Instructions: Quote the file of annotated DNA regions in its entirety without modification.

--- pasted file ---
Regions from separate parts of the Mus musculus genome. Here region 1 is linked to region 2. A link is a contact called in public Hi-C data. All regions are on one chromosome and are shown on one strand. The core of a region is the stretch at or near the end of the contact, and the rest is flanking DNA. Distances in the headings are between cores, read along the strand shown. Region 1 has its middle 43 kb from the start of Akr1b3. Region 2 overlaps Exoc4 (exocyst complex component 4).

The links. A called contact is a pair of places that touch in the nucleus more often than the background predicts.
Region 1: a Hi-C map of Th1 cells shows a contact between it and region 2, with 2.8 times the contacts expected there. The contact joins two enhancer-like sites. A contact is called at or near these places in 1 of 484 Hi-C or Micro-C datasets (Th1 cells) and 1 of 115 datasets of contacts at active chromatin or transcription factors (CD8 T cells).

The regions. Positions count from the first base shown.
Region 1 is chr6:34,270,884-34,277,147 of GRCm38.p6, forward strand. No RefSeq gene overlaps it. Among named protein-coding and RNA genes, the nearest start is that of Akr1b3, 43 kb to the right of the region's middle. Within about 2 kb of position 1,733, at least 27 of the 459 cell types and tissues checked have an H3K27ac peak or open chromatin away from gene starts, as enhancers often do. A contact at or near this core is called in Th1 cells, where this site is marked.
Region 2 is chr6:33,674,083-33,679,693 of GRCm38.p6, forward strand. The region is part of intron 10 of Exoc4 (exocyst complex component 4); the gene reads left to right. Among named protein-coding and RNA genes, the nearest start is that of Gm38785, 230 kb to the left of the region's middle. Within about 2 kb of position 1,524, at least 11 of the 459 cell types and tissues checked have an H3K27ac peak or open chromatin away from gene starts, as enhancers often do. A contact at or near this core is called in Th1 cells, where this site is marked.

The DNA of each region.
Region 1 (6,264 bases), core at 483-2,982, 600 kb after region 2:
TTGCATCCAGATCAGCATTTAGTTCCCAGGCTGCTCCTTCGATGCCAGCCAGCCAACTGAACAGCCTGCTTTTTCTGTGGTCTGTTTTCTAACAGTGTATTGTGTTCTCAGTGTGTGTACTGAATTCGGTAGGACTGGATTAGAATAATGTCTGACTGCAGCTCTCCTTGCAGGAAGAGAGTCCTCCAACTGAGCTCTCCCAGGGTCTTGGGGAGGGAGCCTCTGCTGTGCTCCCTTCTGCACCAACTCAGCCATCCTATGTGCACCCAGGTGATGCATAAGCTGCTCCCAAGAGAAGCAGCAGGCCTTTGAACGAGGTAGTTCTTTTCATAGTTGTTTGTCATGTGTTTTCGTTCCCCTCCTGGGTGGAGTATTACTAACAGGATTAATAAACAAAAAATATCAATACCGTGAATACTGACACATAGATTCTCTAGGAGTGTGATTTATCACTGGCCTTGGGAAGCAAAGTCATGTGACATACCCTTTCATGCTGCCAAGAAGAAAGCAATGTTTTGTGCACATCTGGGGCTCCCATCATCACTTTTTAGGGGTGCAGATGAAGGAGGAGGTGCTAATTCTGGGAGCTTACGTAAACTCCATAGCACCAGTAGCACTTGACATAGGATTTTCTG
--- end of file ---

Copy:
Regions from separate parts of the Mus musculus genome. Here region 1 is linked to region 2. A link is a contact called in public Hi-C data. All regions are on one chromosome and are shown on one strand. The core of a region is the stretch at or near the end of the contact, and the rest is flanking DNA. Distances in the headings are between cores, read along the strand shown. Region 1 has its middle 43 kb from the start of Akr1b3. Region 2 overlaps Exoc4 (exocyst complex component 4).

The links. A called contact is a pair of places that touch in the nucleus more often than the background predicts.
Region 1: a Hi-C map of Th1 cells shows a contact between it and region 2, with 2.8 times the contacts expected there. The contact joins two enhancer-like sites. A contact is called at or near these places in 1 of 484 Hi-C or Micro-C datasets (Th1 cells) and 1 of 115 datasets of contacts at active chromatin or transcription factors (CD8 T cells).

The regions. Positions count from the first base shown.
Region 1 is chr6:34,270,884-34,277,147 of GRCm38.p6, forward strand. No RefSeq gene overlaps it. Among named protein-coding and RNA genes, the nearest start is that of Akr1b3, 43 kb to the right of the region's middle. Within about 2 kb of position 1,733, at least 27 of the 459 cell types and tissues checked have an H3K27ac peak or open chromatin away from gene starts, as enhancers often do. A contact at or near this core is called in Th1 cells, where this site is marked.
Region 2 is chr6:33,674,083-33,679,693 of GRCm38.p6, forward strand. The region is part of intron 10 of Exoc4 (exocyst complex component 4); the gene reads left to right. Among named protein-coding and RNA genes, the nearest start is that of Gm38785, 230 kb to the left of the region's middle. Within about 2 kb of position 1,524, at least 11 of the 459 cell types and tissues checked have an H3K27ac peak or open chromatin away from gene starts, as enhancers often do. A contact at or near this core is called in Th1 cells, where this site is marked.

The DNA of each region.
Region 1 (6,264 bases), core at 483-2,982, 600 kb after region 2:
TTGCATCCAGATCAGCATTTAGTTCCCAGGCTGCTCCTTCGATGCCAGCCAGCCAACTGAACAGCCTGCTTTTTCTGTGGTCTGTTTTCTAACAGTGTATTGTGTTCTCAGTGTGTGTACTGAATTCGGTAGGACTGGATTAGAATAATGTCTGACTGCAGCTCTCCTTGCAGGAAGAGAGTCCTCCAACTGAGCTCTCCCAGGGTCTTGGGGAGGGAGCCTCTGCTGTGCTCCCTTCTGCACCAACTCAGCCATCCTATGTGCACCCAGGTGATGCATAAGCTGCTCCCAAGAGAAGCAGCAGGCCTTTGAACGAGGTAGTTCTTTTCATAGTTGTTTGTCATGTGTTTTCGTTCCCCTCCTGGGTGGAGTATTACTAACAGGATTAATAAACAAAAAATATCAATACCGTGAATACTGACACATAGATTCTCTAGGAGTGTGATTTATCACTGGCCTTGGGAAGCAAAGTCATGTGACATACCCTTTCATGCTGCCAAGAAGAAAGCAATGTTTTGTGCACATCTGGGGCTCCCATCATCACTTTTTAGGGGTGCAGATGAAGGAGGAGGTGCTAATTCTGGGAGCTTACGTAAACTCCATAGCACCAGTAGCACTTGACATAGGATTTTCTG